How Madoff Made Off

So everyone has read about how Bernie Madoff has this 14+ year old Ponzi scheme and many have heard that for years now a money manager named Harry Markopolos has had a decade-long running battle to unveil the fraud.  What you may not know is that Markopolos wrote a detailed memo outlining the case titled, “The World’s Largest Hedge Fund is a Fraud.”

In the memo, Markopolos posits two potential scenarios:

  1. Madoff Securities is front-running clients.  That is, he gets a client order for his normal (and large) brokerage business and then does a trade for his own account exploiting that inside information.  This is, of course, illegal.  Markolpolos cites this as the unlikely scenario.
  2. Madoff Securities is a Ponzi scheme.  Markopolos cites this as the highly likely of the two scenarios.

Markopolos then lays out 29 “red flags” in excruiting detail in his 19-page memo to the SEC which I have embeded using Scribd below.

There are two big questions: it seems clear that a lot of people in the industry knew about this so why did no one (other than Markopolos) turn in Madoff? and why did the SEC not follow through?  On the latter, I have no idea and an investigation into that is more than warranted.  On the former question of why no one ratted Madoff out it’s basically because he used a big carrot and a big stick.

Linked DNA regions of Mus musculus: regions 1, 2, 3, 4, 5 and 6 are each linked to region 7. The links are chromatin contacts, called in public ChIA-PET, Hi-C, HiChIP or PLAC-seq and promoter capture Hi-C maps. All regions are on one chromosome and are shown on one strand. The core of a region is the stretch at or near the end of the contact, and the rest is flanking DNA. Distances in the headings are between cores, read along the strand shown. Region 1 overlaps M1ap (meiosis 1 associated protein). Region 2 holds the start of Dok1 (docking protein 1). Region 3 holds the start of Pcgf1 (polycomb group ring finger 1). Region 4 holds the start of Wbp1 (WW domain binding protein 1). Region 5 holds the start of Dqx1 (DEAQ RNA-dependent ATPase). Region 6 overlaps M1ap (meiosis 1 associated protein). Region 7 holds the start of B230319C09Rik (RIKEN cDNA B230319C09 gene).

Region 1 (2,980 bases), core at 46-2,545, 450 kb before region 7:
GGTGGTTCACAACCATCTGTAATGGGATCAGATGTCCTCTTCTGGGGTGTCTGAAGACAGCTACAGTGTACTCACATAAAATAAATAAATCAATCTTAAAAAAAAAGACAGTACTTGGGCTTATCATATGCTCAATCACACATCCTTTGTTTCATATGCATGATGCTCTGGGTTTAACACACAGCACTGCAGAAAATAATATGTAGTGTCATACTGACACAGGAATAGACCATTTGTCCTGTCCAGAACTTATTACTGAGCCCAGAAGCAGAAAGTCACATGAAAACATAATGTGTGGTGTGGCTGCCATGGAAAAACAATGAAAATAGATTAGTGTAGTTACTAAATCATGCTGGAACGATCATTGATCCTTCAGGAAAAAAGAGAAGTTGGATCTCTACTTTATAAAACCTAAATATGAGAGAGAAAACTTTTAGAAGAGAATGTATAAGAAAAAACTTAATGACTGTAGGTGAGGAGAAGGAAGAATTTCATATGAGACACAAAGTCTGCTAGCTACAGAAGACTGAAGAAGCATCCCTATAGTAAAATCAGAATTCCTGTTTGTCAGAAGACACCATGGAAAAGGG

Let me explain.  Madoff set up his “hedge fund” as an outsourced service.  He just did the trading in managed accounts and only charged transaction fees (no 1% of assets under management and no 20% of profits).  He then outsourced fundraising and client management to hedge fund-of-funds.  A lot of the hedge FoF thought that Madoff was getting his returns by front running and figured they were in on the con, that Madoff wasn’t getting greedy and that left them to make a lot of money.  A big carrot.  On the flip side, Madoff held positions of great power (e.g. Chairman of NASDAQ) and could exact great retribution on anyone who crossed him (heck, just read the first page of Markopolos’ letter to the SEC to get a feel for how scared he was of being tagged as the informant).  In short, Madoff ran the perfect con that exploited greed, fear and laziness.